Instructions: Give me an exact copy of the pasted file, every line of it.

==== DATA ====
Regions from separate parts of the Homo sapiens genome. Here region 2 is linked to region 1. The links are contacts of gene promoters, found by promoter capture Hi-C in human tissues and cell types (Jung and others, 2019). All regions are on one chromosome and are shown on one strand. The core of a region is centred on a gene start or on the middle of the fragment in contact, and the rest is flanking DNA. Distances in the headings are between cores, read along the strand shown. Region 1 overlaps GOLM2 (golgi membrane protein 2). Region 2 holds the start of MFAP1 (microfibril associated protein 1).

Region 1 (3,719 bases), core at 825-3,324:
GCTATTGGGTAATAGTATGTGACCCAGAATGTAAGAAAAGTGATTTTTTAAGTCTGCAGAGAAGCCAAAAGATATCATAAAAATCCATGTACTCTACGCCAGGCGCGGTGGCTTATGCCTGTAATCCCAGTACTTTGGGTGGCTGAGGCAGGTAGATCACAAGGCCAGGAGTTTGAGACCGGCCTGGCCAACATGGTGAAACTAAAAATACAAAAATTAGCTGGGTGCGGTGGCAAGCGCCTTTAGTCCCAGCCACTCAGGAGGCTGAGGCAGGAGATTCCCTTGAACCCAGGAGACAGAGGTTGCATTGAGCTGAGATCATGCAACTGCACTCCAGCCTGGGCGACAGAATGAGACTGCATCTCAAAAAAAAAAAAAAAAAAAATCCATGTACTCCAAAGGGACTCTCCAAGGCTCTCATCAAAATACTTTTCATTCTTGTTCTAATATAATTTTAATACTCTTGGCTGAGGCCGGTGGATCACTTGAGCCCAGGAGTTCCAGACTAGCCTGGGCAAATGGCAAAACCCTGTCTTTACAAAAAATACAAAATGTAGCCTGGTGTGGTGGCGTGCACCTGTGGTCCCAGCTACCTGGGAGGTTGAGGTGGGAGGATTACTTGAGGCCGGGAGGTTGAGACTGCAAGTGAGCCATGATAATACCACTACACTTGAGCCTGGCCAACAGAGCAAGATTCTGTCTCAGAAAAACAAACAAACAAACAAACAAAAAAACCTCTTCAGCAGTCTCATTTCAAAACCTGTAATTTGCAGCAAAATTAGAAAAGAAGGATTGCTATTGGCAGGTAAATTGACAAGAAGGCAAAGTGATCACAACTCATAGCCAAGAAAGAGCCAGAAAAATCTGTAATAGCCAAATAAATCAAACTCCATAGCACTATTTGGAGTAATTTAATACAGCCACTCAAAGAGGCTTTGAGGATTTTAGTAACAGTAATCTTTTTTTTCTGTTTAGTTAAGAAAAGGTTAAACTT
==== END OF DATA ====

Regions from separate parts of the Homo sapiens genome. Here region 2 is linked to region 1. The links are contacts of gene promoters, found by promoter capture Hi-C in human tissues and cell types (Jung and others, 2019). All regions are on one chromosome and are shown on one strand. The core of a region is centred on a gene start or on the middle of the fragment in contact, and the rest is flanking DNA. Distances in the headings are between cores, read along the strand shown. Region 1 overlaps GOLM2 (golgi membrane protein 2). Region 2 holds the start of MFAP1 (microfibril associated protein 1).

Region 1 (3,719 bases), core at 825-3,324:
GCTATTGGGTAATAGTATGTGACCCAGAATGTAAGAAAAGTGATTTTTTAAGTCTGCAGAGAAGCCAAAAGATATCATAAAAATCCATGTACTCTACGCCAGGCGCGGTGGCTTATGCCTGTAATCCCAGTACTTTGGGTGGCTGAGGCAGGTAGATCACAAGGCCAGGAGTTTGAGACCGGCCTGGCCAACATGGTGAAACTAAAAATACAAAAATTAGCTGGGTGCGGTGGCAAGCGCCTTTAGTCCCAGCCACTCAGGAGGCTGAGGCAGGAGATTCCCTTGAACCCAGGAGACAGAGGTTGCATTGAGCTGAGATCATGCAACTGCACTCCAGCCTGGGCGACAGAATGAGACTGCATCTCAAAAAAAAAAAAAAAAAAAATCCATGTACTCCAAAGGGACTCTCCAAGGCTCTCATCAAAATACTTTTCATTCTTGTTCTAATATAATTTTAATACTCTTGGCTGAGGCCGGTGGATCACTTGAGCCCAGGAGTTCCAGACTAGCCTGGGCAAATGGCAAAACCCTGTCTTTACAAAAAATACAAAATGTAGCCTGGTGTGGTGGCGTGCACCTGTGGTCCCAGCTACCTGGGAGGTTGAGGTGGGAGGATTACTTGAGGCCGGGAGGTTGAGACTGCAAGTGAGCCATGATAATACCACTACACTTGAGCCTGGCCAACAGAGCAAGATTCTGTCTCAGAAAAACAAACAAACAAACAAACAAAAAAACCTCTTCAGCAGTCTCATTTCAAAACCTGTAATTTGCAGCAAAATTAGAAAAGAAGGATTGCTATTGGCAGGTAAATTGACAAGAAGGCAAAGTGATCACAACTCATAGCCAAGAAAGAGCCAGAAAAATCTGTAATAGCCAAATAAATCAAACTCCATAGCACTATTTGGAGTAATTTAATACAGCCACTCAAAGAGGCTTTGAGGATTTTAGTAACAGTAATCTTTTTTTTCTGTTTAGTTAAGAAAAGGTTAAACTT